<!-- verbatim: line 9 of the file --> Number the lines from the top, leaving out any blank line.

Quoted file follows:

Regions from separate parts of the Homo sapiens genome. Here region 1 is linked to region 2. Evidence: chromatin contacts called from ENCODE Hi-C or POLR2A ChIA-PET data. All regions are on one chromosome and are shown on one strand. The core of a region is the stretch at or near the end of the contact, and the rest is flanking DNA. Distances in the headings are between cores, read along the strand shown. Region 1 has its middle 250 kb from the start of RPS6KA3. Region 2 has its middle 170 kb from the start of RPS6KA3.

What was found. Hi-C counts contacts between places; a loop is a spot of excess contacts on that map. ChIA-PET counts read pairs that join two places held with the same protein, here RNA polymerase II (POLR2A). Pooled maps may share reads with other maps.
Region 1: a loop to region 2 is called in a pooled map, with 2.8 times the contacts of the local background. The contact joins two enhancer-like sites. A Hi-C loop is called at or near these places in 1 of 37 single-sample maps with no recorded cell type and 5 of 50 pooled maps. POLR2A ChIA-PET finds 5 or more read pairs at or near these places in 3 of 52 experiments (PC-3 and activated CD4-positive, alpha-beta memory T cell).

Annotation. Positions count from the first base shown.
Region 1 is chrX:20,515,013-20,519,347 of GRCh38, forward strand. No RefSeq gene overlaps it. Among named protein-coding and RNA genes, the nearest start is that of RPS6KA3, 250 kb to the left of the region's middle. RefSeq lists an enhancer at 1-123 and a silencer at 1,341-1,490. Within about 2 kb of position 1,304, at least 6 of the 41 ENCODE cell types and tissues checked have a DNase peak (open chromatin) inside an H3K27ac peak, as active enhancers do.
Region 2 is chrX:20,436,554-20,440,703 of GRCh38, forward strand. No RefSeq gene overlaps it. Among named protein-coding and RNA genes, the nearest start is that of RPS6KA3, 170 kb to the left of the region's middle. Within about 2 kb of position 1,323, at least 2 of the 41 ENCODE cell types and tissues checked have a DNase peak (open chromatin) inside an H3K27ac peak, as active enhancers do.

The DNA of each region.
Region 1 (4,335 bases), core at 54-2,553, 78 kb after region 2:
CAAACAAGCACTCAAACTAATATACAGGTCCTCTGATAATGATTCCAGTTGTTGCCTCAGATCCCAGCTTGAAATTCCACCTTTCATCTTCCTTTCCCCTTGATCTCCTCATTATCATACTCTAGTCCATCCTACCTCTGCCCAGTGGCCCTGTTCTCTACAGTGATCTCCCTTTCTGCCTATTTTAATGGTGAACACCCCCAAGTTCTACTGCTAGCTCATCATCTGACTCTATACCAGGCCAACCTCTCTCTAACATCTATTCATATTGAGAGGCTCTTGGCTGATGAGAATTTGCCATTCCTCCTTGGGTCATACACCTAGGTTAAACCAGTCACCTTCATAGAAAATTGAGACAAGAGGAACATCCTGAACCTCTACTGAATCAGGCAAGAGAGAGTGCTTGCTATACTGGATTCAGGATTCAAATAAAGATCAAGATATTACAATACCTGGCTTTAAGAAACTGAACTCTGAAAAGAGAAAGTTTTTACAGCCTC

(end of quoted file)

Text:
CAAACAAGCACTCAAACTAATATACAGGTCCTCTGATAATGATTCCAGTTGTTGCCTCAGATCCCAGCTTGAAATTCCACCTTTCATCTTCCTTTCCCCTTGATCTCCTCATTATCATACTCTAGTCCATCCTACCTCTGCCCAGTGGCCCTGTTCTCTACAGTGATCTCCCTTTCTGCCTATTTTAATGGTGAACACCCCCAAGTTCTACTGCTAGCTCATCATCTGACTCTATACCAGGCCAACCTCTCTCTAACATCTATTCATATTGAGAGGCTCTTGGCTGATGAGAATTTGCCATTCCTCCTTGGGTCATACACCTAGGTTAAACCAGTCACCTTCATAGAAAATTGAGACAAGAGGAACATCCTGAACCTCTACTGAATCAGGCAAGAGAGAGTGCTTGCTATACTGGATTCAGGATTCAAATAAAGATCAAGATATTACAATACCTGGCTTTAAGAAACTGAACTCTGAAAAGAGAAAGTTTTTACAGCCTC